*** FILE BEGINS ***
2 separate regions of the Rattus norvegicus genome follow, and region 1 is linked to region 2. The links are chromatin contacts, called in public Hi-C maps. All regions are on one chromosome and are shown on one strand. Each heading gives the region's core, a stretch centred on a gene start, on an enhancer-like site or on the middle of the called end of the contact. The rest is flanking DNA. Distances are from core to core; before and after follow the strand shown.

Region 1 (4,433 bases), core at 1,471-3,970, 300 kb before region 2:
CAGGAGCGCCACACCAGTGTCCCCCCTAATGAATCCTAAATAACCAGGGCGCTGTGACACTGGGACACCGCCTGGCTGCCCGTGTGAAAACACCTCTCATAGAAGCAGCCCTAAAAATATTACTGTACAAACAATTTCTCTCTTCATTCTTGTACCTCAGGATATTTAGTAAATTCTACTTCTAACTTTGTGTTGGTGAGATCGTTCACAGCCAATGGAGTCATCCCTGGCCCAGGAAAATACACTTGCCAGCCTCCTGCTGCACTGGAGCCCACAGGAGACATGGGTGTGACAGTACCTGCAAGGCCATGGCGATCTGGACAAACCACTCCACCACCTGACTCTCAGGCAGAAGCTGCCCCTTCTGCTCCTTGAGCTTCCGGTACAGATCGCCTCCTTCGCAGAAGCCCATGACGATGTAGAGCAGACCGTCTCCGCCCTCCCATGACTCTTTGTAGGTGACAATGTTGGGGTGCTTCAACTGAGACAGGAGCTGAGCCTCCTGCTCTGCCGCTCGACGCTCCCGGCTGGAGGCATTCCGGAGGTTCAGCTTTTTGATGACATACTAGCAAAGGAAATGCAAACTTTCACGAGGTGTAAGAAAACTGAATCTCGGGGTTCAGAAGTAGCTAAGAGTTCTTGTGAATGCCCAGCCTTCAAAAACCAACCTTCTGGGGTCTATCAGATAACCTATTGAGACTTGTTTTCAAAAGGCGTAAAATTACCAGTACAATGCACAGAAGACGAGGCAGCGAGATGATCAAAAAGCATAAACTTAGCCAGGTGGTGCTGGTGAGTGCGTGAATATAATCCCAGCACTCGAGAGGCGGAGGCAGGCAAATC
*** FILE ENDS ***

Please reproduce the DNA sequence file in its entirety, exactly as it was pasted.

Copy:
2 separate regions of the Rattus norvegicus genome follow, and region 1 is linked to region 2. The links are chromatin contacts, called in public Hi-C maps. All regions are on one chromosome and are shown on one strand. Each heading gives the region's core, a stretch centred on a gene start, on an enhancer-like site or on the middle of the called end of the contact. The rest is flanking DNA. Distances are from core to core; before and after follow the strand shown.

Region 1 (4,433 bases), core at 1,471-3,970, 300 kb before region 2:
CAGGAGCGCCACACCAGTGTCCCCCCTAATGAATCCTAAATAACCAGGGCGCTGTGACACTGGGACACCGCCTGGCTGCCCGTGTGAAAACACCTCTCATAGAAGCAGCCCTAAAAATATTACTGTACAAACAATTTCTCTCTTCATTCTTGTACCTCAGGATATTTAGTAAATTCTACTTCTAACTTTGTGTTGGTGAGATCGTTCACAGCCAATGGAGTCATCCCTGGCCCAGGAAAATACACTTGCCAGCCTCCTGCTGCACTGGAGCCCACAGGAGACATGGGTGTGACAGTACCTGCAAGGCCATGGCGATCTGGACAAACCACTCCACCACCTGACTCTCAGGCAGAAGCTGCCCCTTCTGCTCCTTGAGCTTCCGGTACAGATCGCCTCCTTCGCAGAAGCCCATGACGATGTAGAGCAGACCGTCTCCGCCCTCCCATGACTCTTTGTAGGTGACAATGTTGGGGTGCTTCAACTGAGACAGGAGCTGAGCCTCCTGCTCTGCCGCTCGACGCTCCCGGCTGGAGGCATTCCGGAGGTTCAGCTTTTTGATGACATACTAGCAAAGGAAATGCAAACTTTCACGAGGTGTAAGAAAACTGAATCTCGGGGTTCAGAAGTAGCTAAGAGTTCTTGTGAATGCCCAGCCTTCAAAAACCAACCTTCTGGGGTCTATCAGATAACCTATTGAGACTTGTTTTCAAAAGGCGTAAAATTACCAGTACAATGCACAGAAGACGAGGCAGCGAGATGATCAAAAAGCATAAACTTAGCCAGGTGGTGCTGGTGAGTGCGTGAATATAATCCCAGCACTCGAGAGGCGGAGGCAGGCAAATC